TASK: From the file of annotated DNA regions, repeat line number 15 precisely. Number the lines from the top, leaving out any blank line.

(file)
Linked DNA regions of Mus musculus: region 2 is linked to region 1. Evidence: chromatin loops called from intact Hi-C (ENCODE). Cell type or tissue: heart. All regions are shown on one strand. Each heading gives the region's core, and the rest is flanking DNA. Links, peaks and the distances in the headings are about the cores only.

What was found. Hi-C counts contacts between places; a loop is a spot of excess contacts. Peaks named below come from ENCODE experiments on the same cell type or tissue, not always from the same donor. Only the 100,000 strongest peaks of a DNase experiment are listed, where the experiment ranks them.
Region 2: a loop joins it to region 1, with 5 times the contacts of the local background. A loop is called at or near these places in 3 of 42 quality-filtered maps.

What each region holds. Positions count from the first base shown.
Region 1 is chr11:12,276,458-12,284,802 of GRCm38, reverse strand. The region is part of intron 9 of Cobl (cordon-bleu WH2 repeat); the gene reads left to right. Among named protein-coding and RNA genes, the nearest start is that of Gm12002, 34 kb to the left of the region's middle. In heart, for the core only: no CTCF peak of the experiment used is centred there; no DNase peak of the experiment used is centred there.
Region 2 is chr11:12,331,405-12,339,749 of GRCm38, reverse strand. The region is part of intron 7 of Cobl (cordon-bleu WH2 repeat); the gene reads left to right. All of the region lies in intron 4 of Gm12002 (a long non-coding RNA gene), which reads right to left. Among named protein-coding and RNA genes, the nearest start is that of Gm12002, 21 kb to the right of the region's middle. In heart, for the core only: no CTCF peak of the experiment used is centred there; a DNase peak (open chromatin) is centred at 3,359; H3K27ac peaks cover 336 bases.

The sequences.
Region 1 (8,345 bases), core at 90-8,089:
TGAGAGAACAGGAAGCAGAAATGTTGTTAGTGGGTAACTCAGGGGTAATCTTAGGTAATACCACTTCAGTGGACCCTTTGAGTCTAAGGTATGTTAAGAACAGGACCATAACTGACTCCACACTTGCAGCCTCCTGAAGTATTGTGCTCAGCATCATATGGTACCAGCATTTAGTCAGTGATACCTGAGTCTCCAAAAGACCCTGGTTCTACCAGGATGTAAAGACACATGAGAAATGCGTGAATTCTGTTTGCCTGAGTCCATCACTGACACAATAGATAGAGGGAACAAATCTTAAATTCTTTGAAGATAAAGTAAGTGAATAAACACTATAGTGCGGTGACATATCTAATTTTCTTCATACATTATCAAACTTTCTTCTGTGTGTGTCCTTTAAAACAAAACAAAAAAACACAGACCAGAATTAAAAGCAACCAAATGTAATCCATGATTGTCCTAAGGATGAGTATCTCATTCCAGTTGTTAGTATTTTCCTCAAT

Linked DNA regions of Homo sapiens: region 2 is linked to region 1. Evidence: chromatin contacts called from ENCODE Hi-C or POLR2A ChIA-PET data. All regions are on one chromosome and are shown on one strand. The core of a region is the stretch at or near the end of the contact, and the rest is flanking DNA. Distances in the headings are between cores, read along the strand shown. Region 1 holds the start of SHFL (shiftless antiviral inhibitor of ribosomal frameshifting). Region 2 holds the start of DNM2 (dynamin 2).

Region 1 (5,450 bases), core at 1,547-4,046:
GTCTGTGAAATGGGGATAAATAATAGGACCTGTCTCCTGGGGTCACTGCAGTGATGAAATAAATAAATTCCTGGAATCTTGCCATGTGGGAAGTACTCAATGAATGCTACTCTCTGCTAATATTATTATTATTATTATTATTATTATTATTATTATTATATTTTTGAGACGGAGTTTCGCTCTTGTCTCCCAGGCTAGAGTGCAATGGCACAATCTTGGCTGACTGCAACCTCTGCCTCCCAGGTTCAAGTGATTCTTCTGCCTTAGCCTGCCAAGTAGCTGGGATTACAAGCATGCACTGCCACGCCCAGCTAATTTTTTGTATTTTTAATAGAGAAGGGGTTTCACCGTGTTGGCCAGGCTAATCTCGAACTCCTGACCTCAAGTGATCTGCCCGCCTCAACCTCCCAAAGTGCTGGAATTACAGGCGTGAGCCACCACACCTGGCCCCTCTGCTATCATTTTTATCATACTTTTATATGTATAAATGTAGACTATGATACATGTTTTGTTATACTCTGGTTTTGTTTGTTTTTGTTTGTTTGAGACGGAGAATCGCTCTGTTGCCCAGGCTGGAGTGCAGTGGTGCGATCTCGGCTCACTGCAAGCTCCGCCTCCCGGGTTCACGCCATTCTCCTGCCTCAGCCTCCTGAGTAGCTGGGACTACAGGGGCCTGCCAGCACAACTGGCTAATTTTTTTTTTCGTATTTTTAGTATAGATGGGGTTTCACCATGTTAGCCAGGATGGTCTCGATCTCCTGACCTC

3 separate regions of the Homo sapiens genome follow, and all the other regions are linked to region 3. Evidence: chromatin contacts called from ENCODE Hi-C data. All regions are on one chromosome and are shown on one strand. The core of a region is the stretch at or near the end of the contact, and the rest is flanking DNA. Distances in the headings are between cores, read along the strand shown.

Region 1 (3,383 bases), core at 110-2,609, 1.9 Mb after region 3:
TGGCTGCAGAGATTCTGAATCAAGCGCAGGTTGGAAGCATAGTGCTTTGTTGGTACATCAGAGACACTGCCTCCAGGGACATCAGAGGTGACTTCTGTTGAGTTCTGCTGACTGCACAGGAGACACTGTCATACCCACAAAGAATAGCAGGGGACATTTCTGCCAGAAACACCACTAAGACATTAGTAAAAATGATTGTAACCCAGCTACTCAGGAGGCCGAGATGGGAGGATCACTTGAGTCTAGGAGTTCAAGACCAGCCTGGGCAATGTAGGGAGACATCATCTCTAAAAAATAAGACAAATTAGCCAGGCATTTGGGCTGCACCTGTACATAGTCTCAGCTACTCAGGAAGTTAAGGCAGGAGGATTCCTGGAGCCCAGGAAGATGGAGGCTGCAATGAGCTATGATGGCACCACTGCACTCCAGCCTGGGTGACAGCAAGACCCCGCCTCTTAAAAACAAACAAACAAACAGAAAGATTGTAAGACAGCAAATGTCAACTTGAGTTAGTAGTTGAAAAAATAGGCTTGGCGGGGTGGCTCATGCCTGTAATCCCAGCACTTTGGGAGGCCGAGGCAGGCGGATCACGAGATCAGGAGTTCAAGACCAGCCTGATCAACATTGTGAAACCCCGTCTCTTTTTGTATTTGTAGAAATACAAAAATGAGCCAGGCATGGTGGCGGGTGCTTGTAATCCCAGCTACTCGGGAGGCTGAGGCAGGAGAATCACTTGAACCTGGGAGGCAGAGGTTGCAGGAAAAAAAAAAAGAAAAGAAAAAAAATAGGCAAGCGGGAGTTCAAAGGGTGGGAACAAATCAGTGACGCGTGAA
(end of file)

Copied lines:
TGGCTGCAGAGATTCTGAATCAAGCGCAGGTTGGAAGCATAGTGCTTTGTTGGTACATCAGAGACACTGCCTCCAGGGACATCAGAGGTGACTTCTGTTGAGTTCTGCTGACTGCACAGGAGACACTGTCATACCCACAAAGAATAGCAGGGGACATTTCTGCCAGAAACACCACTAAGACATTAGTAAAAATGATTGTAACCCAGCTACTCAGGAGGCCGAGATGGGAGGATCACTTGAGTCTAGGAGTTCAAGACCAGCCTGGGCAATGTAGGGAGACATCATCTCTAAAAAATAAGACAAATTAGCCAGGCATTTGGGCTGCACCTGTACATAGTCTCAGCTACTCAGGAAGTTAAGGCAGGAGGATTCCTGGAGCCCAGGAAGATGGAGGCTGCAATGAGCTATGATGGCACCACTGCACTCCAGCCTGGGTGACAGCAAGACCCCGCCTCTTAAAAACAAACAAACAAACAGAAAGATTGTAAGACAGCAAATGTCAACTTGAGTTAGTAGTTGAAAAAATAGGCTTGGCGGGGTGGCTCATGCCTGTAATCCCAGCACTTTGGGAGGCCGAGGCAGGCGGATCACGAGATCAGGAGTTCAAGACCAGCCTGATCAACATTGTGAAACCCCGTCTCTTTTTGTATTTGTAGAAATACAAAAATGAGCCAGGCATGGTGGCGGGTGCTTGTAATCCCAGCTACTCGGGAGGCTGAGGCAGGAGAATCACTTGAACCTGGGAGGCAGAGGTTGCAGGAAAAAAAAAAAGAAAAGAAAAAAAATAGGCAAGCGGGAGTTCAAAGGGTGGGAACAAATCAGTGACGCGTGAA